Despite all these critical services that deserts provide, they haven’t been spared from non-sustainable exploitation by humankind. Deserts harbor 13 of the 15 major mineral deposit types, as well as a considerable amount of mineral oil and natural gas. Many of these resources are harvested in a non-environmentally friendly manner, which leads to the overall degradation of these ecosystems.

Large-scale mining, habitat conversions, and the establishment of solar power plants have all been done in the name of making deserts ‘productive lands’. However, these choices coupled with climate change have already affected the ecosystem in many detrimental ways. Currently, deserts are one of the most fragile and threatened ecosystems on Earth.

Although the expansion of deserts into arid or semi-arid zones is alarming for the planet, a complete loss of deserts is neither wanted nor beneficial for the planet. The absence of deserts will not only impact global biodiversity in the form of species extinction, but will also bring catastrophic changes to the life and livelihood of the billion people who inhabit these spaces and impact the global economy.

Hence, the answer to the question we began with is simple:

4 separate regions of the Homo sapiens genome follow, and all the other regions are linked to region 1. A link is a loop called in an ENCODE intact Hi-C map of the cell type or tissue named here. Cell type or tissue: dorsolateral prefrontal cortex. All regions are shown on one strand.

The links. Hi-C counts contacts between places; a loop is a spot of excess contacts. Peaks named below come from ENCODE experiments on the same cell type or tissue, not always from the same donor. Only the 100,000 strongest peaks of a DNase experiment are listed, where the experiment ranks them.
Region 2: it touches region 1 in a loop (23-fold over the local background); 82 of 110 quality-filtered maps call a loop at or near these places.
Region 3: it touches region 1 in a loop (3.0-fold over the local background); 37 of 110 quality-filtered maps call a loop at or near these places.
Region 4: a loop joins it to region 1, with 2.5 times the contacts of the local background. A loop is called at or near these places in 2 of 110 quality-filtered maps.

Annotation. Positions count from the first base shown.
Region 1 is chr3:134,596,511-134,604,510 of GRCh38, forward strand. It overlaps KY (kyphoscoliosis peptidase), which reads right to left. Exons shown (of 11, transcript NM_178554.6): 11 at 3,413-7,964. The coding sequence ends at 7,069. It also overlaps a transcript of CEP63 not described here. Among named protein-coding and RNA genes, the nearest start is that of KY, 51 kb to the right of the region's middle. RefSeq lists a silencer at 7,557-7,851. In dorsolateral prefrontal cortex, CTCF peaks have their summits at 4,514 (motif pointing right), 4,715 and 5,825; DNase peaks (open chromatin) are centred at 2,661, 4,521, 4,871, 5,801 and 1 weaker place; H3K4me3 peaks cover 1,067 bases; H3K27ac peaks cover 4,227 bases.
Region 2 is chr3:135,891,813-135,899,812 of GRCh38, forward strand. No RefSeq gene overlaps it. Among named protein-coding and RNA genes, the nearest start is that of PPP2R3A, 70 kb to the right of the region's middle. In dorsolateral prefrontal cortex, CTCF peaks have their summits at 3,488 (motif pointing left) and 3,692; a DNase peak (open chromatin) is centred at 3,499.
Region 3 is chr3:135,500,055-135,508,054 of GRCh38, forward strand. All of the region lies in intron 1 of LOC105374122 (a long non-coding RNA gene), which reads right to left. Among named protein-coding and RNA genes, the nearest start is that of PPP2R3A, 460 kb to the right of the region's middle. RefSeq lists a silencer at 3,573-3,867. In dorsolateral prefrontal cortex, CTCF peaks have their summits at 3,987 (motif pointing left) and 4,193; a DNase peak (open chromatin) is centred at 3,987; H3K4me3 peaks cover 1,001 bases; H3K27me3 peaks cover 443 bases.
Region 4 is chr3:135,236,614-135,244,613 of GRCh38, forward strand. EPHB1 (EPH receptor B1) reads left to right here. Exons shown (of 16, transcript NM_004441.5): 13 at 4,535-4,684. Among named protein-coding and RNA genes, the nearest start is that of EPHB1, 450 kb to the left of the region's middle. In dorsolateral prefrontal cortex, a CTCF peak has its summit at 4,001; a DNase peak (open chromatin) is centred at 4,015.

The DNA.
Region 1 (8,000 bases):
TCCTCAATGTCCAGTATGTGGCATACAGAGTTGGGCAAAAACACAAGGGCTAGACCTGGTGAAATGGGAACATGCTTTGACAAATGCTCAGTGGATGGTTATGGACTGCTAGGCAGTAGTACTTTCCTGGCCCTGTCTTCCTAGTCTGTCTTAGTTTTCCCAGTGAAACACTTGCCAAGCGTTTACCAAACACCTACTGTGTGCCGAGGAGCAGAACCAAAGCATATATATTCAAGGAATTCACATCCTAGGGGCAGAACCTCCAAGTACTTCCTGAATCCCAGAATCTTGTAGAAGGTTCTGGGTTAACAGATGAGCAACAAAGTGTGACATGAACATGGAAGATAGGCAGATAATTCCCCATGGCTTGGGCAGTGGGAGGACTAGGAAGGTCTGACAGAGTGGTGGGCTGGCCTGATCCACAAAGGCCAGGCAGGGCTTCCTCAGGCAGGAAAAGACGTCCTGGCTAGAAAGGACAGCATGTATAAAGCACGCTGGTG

Also Read: Can We Cover The Sahara Desert With Solar Panels?

Yes. We do need deserts on the planet!

References (click to expand)
  1. Durant, S. M., Pettorelli, N., Bashir, S., Woodroffe, R., Wacher, T., De Ornellas, P., … Baillie, J. E. M. (2012, June 15). Forgotten Biodiversity in Desert Ecosystems. Science. American Association for the Advancement of Science (AAAS).
  2. Santarém, F., & Paiva, F. (2015, October). Conserving desert biodiversity through ecotourism. Tourism Management Perspectives. Elsevier BV.
  3. Li, Y., Wang, Y.-G., Houghton, R. A., & Tang, L.-S. (2015, July 28). Hidden carbon sink beneath desert. Geophysical Research Letters. American Geophysical Union (AGU).
  4. Swap, R., Garstang, M., Greco, S., Talbot, R., & Kållberg, P. (1992, January 1). Saharan dust in the Amazon Basin. Tellus B: Chemical and Physical Meteorology. Stockholm University Press.
  5. Yu, H., Chin, M., Yuan, T., Bian, H., Remer, L. A., Prospero, J. M., … Zhao, C. (2015, March 18). The fertilizing role of African dust in the Amazon rainforest: A first multiyear assessment based on data from Cloud‐Aerosol Lidar and Infrared Pathfinder Satellite Observations. Geophysical Research Letters. American Geophysical Union (AGU).
  6. Desert.
About the Author

Anish is currently pursuing his MSc in Wildlife Biology and Conservation at National Center for Biological Sciences, Bangalore. Anish aspires to be a jack of many trades, like doing research, writing, singing and cooking and so on with no intentions of being a master of any. He is interested in understanding human-animal relationships and largely stalks animals to make a living.